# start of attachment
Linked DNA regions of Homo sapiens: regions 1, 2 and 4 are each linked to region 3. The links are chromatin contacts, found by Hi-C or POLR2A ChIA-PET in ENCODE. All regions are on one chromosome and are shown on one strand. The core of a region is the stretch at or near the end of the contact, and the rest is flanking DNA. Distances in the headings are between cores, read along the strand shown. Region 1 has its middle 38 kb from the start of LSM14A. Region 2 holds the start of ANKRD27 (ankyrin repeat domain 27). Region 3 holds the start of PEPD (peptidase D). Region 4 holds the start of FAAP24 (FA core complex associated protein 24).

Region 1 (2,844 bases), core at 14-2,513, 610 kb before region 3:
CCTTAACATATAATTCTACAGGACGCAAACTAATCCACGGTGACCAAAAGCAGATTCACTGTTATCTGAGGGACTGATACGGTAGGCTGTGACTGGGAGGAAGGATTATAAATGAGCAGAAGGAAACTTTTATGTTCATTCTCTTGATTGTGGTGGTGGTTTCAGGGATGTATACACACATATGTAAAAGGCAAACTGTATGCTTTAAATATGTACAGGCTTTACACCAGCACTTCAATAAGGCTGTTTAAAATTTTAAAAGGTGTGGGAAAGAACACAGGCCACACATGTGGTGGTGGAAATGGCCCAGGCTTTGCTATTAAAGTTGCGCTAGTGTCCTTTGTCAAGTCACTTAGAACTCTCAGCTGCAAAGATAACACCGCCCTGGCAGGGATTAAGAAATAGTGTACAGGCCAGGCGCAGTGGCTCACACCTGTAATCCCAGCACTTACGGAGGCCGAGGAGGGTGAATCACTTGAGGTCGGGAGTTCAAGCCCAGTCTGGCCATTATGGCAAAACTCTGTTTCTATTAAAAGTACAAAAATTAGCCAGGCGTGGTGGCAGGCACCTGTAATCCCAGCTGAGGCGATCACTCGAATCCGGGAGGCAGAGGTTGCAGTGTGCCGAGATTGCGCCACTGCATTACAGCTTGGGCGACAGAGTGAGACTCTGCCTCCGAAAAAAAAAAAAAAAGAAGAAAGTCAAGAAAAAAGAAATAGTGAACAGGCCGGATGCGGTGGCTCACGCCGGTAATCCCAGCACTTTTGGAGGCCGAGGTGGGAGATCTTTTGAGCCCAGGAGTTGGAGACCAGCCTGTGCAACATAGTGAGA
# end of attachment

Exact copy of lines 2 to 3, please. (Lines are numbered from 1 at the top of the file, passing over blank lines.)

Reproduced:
Region 1 (2,844 bases), core at 14-2,513, 610 kb before region 3:
CCTTAACATATAATTCTACAGGACGCAAACTAATCCACGGTGACCAAAAGCAGATTCACTGTTATCTGAGGGACTGATACGGTAGGCTGTGACTGGGAGGAAGGATTATAAATGAGCAGAAGGAAACTTTTATGTTCATTCTCTTGATTGTGGTGGTGGTTTCAGGGATGTATACACACATATGTAAAAGGCAAACTGTATGCTTTAAATATGTACAGGCTTTACACCAGCACTTCAATAAGGCTGTTTAAAATTTTAAAAGGTGTGGGAAAGAACACAGGCCACACATGTGGTGGTGGAAATGGCCCAGGCTTTGCTATTAAAGTTGCGCTAGTGTCCTTTGTCAAGTCACTTAGAACTCTCAGCTGCAAAGATAACACCGCCCTGGCAGGGATTAAGAAATAGTGTACAGGCCAGGCGCAGTGGCTCACACCTGTAATCCCAGCACTTACGGAGGCCGAGGAGGGTGAATCACTTGAGGTCGGGAGTTCAAGCCCAGTCTGGCCATTATGGCAAAACTCTGTTTCTATTAAAAGTACAAAAATTAGCCAGGCGTGGTGGCAGGCACCTGTAATCCCAGCTGAGGCGATCACTCGAATCCGGGAGGCAGAGGTTGCAGTGTGCCGAGATTGCGCCACTGCATTACAGCTTGGGCGACAGAGTGAGACTCTGCCTCCGAAAAAAAAAAAAAAAGAAGAAAGTCAAGAAAAAAGAAATAGTGAACAGGCCGGATGCGGTGGCTCACGCCGGTAATCCCAGCACTTTTGGAGGCCGAGGTGGGAGATCTTTTGAGCCCAGGAGTTGGAGACCAGCCTGTGCAACATAGTGAGA